Why? Because the Justice League is DC Comics' original superhero team. Superman. Batman. Aquaman. Green Lantern. Wonder Woman. The Flash. Martian Manhunter. In the comics, they're all members of the Justice League of America. Three have big-screen backstories -- Batman, Green Lantern, and Superman -- and even those appear to be changing. Christian Bale has no plans to reprise the role of the Caped Crusader; Ryan Reynolds' Green Lantern bombed at the box office.
"I don't think Time Warner has developed the Justice League well enough. Disney had done Hulk, Captain America, and Thor movies almost as advertising for The Avengers," wrote Foolish investor lsr18 in response to a story I wrote about Warner's fast-tracking Man of Steel 2.
Fair point. No investor should want to see Time Warner wasting capital on a quixotic quest to match or even one-up the competition.
Following Marvel's formula for The Avengers at DC puts Justice League in 2017 or later, the culmination of a seven-film series in which each character gets ample solo time on screen. Right now, we have one if you only count Man of Steel, or two if you draw from The Dark Knight Rises and cast Joseph Gordon-Levitt as Batman.
That leaves at least five films to shoot and show between now and 2015. Only the insane (or suicidal) would try to squeeze all that in between now and then, right? Not necessarily. Arrow offers DC and Warner a way.
The bull's-eye isn't as far away as you think
For those unfamiliar, Arrow is a TV adaptation of the DC Comics character Green Arrow, in which star Stephen Amell plays Oliver Queen, a bow-wielding vigilante who seeks justice for the oppressed in his hometown of Starling City. Viewers like the concept. At one point, the show was doing better for Warner's CW Network than the hit show The Vampire Diaries. Final numbers show Arrow as the network's second-ranked show of the fall season.
A second season kicks off in the fall, and with it the opportunity to introduce new DC characters. Last season brought The Huntress, another vigilante, as well as the villains Deathstroke and China White. All signs point to appearances from Black Canary (i.e., GA's love interest) and Speedy (i.e., his on-again, off-again partner) soon enough.
Marvel is taking a similar approach with the forthcoming show Agents of S.H.I.E.L.D. How far showrunner Joss Whedon takes the concept remains to be seen, but it's easy to imagine any number of heroes or villains guest-starring. Each appearance would expand the Marvel Cinematic Universe and, in a best-case scenario, create a natural film tie-in. Marvel parent Walt Disney (NYSE: DIS ) will broadcast Agents of S.H.I.E.L.D. on its ABC network Tuesdays this fall.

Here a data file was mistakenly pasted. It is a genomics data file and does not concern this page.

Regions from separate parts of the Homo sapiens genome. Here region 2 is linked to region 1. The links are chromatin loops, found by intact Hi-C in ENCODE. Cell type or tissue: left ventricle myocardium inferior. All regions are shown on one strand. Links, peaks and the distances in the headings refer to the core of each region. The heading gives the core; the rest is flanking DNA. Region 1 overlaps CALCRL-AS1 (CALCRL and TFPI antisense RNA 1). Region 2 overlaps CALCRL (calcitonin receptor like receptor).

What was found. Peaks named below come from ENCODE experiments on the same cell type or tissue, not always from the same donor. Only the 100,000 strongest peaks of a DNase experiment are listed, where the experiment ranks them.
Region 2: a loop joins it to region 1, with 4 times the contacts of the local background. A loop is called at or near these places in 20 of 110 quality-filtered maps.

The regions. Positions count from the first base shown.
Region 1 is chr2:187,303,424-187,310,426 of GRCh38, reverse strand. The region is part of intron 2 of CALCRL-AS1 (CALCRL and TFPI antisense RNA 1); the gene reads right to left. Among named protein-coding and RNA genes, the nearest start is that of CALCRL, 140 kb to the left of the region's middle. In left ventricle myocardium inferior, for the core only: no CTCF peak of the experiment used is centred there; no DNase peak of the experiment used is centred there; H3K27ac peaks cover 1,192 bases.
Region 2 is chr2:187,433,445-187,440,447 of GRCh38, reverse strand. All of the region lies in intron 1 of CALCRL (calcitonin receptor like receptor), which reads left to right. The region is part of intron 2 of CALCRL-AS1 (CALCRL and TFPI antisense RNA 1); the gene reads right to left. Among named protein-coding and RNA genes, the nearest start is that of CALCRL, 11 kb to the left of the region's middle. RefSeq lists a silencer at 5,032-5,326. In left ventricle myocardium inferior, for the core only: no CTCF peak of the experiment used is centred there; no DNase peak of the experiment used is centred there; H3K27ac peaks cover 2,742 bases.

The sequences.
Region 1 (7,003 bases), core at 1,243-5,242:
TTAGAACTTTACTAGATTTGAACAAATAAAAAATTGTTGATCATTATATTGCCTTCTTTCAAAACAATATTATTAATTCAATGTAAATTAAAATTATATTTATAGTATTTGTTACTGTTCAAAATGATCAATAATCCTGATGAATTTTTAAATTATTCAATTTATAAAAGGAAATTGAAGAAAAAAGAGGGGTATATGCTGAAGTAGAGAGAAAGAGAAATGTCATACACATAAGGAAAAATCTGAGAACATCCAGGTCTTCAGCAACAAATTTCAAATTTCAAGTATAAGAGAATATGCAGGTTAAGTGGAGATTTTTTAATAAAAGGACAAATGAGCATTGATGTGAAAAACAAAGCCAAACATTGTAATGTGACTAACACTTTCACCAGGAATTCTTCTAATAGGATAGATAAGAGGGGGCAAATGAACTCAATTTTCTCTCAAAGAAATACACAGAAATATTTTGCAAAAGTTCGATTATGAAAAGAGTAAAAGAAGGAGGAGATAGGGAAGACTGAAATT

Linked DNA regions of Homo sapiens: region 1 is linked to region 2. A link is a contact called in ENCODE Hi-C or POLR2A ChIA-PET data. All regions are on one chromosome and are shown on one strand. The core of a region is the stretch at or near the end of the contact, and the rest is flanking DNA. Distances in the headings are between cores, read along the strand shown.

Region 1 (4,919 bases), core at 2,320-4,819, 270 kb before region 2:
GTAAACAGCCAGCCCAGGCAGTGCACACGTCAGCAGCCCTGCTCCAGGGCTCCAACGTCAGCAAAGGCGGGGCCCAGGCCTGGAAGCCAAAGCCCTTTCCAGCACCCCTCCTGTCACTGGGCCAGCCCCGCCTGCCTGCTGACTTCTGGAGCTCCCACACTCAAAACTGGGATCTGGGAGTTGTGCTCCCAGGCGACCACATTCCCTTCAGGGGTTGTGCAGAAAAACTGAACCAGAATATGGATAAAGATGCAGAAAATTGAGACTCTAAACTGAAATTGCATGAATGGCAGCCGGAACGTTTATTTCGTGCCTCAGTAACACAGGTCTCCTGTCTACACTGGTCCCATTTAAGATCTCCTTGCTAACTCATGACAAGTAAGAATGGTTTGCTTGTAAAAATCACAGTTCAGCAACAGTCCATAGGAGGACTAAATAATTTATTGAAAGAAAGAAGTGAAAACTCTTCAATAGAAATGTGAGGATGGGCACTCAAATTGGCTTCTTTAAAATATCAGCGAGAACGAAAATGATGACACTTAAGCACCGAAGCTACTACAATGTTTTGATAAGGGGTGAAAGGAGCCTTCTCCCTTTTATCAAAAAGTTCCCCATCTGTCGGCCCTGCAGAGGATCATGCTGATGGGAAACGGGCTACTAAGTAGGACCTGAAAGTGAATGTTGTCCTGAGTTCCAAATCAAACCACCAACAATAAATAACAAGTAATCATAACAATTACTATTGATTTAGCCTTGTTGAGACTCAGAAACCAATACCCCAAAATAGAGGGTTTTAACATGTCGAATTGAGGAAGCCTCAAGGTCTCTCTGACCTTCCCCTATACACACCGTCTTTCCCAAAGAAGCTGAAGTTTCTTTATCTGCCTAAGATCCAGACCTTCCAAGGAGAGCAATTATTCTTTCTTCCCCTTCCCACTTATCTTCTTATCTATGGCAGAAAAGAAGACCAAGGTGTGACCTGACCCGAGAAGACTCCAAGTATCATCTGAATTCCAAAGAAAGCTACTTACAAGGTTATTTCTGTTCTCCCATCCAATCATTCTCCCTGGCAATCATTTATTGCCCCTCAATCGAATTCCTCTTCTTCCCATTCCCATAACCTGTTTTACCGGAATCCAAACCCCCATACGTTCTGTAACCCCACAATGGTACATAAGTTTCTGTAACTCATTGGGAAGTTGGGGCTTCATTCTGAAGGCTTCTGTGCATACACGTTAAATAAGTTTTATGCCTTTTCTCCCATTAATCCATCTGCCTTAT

How far will Arrow's producers push into the DC Universe in Season 2? Anything is possible, including exploring the long-standing though sometimes contentious friendship between Green Arrow and Green Lantern.
A wider world -- revealed!
"When you consider the importance that [Green Lantern] Hal Jordan plays in the Green Arrow comics, it's certainly one of those names that we've discussed a great deal. I have Ryan Reynolds' phone number around here somewhere," executive producer Marc Guggenheim told TV Guide in a recent interview.
Consider, too, how director Zack Snyder and screenwriter David S. Goyer introduce Superman in Man of Steel. The story paints him as the world's first superhero. A beacon who makes it safe for others with special abilities to reveal themselves. Introduce a little Man of Steel footage in Arrow -- in a scene where Ollie is watching the news, for example -- and you've opened the show to a wider world.
To be fair, Guggenheim and his fellow producers have promised that Arrow would be a bit more grounded than the typical superhero comic book. Most take that to mean we won't see Ollie palling around with Green Lantern, Superman, or any of the other members of the Justice League.
Maybe that's how it needs to be, but I won't blame investors if they're hoping for more from Arrow. After all, a lot is riding on Warner's ability to get the most out of its DC Comics characters.
Or in terms the Emerald Archer himself might appreciate: Your quiver is full, DC. Take the shot.
Now it's your turn to weigh in. What do you think of Arrow? Should Time Warner use the show to expand the DC Cinematic Universe? Leave your comments in the box below.
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